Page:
In the geek, nerd and fan community, our “violence” isn’t real. We pretend to quest and battle using “safe” padded weapons, we throw a card on the floor to inflict damage, roll a 20 sider to see what happens. As children, we were the kids with our sweatshirts tied around our necks, arms out front, pretending to save everyone and everything.
And in that community, knowing we are all trying to be the good guy, the one who does the right thing, we hardly think of someone truly becoming the villain.
Last night, I too was at a midnight show to see The Dark Night Rises. I was dressed up (Lady Commissioner Gordon), people behind me were dressed up and all having a good time. The worst I suspected any of them doing was talking during the film, or having to walk past me to use the facilities.
In the safety of knowing everyone wanted to be there and see this film, I watched.
I went home.
I loosened my tie, washed my face.
I went to sleep.
When I woke up this morning, I did as I always do, before I even get out of bed: I check the news.
12 dead, up to 50 injured. A child, shot. A toddler, wounded. Pictures of parents hugging their Batman shirt clad children, teens, friends. A father screaming for his son.
“Is he wounded? Is he in there? Has anyone seen my son?”
James Holmes, 24, is a San Diego native. He is younger than me. He grew up in an area relatively near me.
And yet, at last night’s movie, myself and others were dressed as the good guys.We wanted to see our guy win. He has to win. There can’t be any other way.
Holmes came in ready to shoot and be shot at, wanting to bring the bad guy to life. He calls himself The Joker. This is beyond being so serious, this right at the heart of insanity.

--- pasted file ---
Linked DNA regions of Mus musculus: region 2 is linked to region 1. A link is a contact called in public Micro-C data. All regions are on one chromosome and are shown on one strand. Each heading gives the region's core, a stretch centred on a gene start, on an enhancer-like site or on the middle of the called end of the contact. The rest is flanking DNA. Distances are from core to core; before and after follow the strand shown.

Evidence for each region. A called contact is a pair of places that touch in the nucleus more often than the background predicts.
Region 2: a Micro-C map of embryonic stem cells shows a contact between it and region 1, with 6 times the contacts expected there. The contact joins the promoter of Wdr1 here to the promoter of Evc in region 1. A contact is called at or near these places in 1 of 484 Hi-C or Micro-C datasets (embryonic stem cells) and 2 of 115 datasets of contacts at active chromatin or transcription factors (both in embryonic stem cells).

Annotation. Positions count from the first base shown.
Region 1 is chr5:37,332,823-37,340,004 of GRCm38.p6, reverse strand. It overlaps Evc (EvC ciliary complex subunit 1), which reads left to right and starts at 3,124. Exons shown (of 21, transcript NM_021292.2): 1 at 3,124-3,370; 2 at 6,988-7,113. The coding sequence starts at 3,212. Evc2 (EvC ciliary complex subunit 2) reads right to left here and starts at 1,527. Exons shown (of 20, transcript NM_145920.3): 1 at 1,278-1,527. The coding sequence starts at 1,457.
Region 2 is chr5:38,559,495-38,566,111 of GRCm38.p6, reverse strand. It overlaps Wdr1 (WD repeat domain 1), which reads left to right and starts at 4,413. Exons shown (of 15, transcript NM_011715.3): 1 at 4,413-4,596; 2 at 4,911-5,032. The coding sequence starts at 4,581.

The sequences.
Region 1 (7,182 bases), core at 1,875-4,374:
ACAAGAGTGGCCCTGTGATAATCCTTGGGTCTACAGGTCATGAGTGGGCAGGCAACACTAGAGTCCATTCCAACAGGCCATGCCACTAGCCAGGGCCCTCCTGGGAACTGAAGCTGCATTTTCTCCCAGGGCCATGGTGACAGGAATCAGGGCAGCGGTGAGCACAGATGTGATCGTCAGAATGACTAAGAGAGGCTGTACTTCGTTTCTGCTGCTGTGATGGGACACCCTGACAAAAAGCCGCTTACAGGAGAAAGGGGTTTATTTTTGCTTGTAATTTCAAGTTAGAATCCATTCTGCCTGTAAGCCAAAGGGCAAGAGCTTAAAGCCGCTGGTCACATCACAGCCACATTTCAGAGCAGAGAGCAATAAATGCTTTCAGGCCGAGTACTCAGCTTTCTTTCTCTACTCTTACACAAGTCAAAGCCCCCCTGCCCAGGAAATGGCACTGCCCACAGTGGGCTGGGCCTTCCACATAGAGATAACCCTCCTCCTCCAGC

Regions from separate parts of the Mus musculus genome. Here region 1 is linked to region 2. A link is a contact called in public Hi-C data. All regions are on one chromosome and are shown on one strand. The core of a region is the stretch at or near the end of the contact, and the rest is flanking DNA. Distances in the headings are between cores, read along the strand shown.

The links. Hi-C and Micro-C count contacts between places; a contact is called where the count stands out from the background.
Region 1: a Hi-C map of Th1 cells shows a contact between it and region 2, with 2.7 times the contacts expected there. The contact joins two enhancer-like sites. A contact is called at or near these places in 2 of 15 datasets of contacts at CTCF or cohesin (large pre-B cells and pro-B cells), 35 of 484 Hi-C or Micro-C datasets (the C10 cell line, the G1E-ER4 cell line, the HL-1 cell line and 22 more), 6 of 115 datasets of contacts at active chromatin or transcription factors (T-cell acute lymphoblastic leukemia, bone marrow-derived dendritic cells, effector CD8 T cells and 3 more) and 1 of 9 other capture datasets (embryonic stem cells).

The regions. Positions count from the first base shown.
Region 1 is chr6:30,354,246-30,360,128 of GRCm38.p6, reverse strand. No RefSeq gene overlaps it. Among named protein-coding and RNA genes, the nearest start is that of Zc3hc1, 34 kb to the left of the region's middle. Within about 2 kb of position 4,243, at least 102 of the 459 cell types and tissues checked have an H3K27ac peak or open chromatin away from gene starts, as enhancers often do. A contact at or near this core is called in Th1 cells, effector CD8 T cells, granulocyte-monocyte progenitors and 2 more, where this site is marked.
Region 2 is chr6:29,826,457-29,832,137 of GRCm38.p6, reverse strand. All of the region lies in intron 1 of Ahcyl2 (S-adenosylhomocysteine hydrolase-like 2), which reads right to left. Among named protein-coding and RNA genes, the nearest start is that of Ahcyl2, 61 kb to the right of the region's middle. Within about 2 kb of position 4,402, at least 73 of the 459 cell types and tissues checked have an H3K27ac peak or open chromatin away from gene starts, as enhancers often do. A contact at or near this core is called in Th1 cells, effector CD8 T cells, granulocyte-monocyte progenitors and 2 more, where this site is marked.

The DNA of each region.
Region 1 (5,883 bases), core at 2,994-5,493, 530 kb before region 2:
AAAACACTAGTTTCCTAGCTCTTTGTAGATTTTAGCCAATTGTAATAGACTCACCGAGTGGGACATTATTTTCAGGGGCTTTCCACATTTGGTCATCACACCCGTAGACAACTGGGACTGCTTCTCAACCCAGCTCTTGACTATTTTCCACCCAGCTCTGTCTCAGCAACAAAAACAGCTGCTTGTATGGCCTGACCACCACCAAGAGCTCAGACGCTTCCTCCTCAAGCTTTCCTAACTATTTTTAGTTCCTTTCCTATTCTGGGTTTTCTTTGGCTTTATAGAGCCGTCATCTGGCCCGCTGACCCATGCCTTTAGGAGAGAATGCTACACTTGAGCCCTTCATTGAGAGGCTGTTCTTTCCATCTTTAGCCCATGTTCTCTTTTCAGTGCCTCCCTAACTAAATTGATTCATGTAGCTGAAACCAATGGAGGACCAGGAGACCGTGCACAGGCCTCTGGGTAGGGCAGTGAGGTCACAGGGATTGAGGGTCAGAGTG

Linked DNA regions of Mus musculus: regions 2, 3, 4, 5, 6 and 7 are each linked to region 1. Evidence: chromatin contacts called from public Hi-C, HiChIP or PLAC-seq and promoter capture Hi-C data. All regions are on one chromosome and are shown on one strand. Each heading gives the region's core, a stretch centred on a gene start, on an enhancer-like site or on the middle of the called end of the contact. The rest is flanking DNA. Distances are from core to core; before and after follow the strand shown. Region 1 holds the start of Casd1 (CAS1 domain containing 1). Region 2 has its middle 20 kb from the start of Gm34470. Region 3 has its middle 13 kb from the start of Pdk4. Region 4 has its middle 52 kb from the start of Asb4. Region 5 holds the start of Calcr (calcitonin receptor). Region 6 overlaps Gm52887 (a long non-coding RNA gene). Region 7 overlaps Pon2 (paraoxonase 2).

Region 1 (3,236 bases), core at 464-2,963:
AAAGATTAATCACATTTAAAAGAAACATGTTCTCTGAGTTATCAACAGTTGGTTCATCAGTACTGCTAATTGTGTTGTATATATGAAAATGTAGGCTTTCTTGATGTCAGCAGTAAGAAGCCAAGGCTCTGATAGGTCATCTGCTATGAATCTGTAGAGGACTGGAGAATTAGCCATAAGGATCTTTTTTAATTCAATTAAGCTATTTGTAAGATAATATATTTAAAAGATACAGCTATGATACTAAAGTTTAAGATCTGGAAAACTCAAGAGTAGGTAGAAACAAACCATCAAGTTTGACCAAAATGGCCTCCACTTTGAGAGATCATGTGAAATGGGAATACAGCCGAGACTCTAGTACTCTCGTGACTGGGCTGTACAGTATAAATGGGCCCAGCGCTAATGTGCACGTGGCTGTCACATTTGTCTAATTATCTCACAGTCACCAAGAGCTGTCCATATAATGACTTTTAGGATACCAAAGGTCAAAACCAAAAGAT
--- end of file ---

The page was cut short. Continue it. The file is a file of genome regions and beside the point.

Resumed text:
For the community of Aurora, there was no good guy in the shadows to swoop in and take care of it all. Not a single person in that theater could have seen that coming.
Last night, my attire consisted of a belt I turned into a shoulder holster strap. I had hoped to have a leather holster (empty) tucked under my arm.
Had I been in Aurora last night, would I have reached for a gun that wasn’t there? Would I have cried as I came up empty handed?
When it first started happening, did some think it was publicity stunt?
How long did it take people in other theaters to realize that the extra gunfire they heard through the wall was real?
There are too many questions. There are not enough answers.
As fans, geeks and nerds, we are used to being teased, sometimes bullied, mocked, spoofed, looked down upon. And we take it, we are alright, mostly, and we think we are safe. Today and after, look to your friends and your family. Look to your fellow fans. Look to all those little kids out there that still whoosh around the playground, wanting to grow up into a hero.
We have to stay together, we have to stay strong and we have to remember that there are more of us, more of the good guys. It may not look like that every day in the news, I know that for a fact. But we have to hold it together and keeping trying. We can’t let the bad guys win. We can’t let our personal Gotham’s be overrun by those who seek to still us with fear. We don’t have The Batman to help us. We only have ourselves.
To the community of Aurora, you have my truly heartfelt sorrow. What happened to you should never happen when people come together for enjoyment and happiness. My thoughts are with you all. Those who have lost or been wounded, I hope, in time, you find the strength to stand again.
“I loved you like you were one of my own,”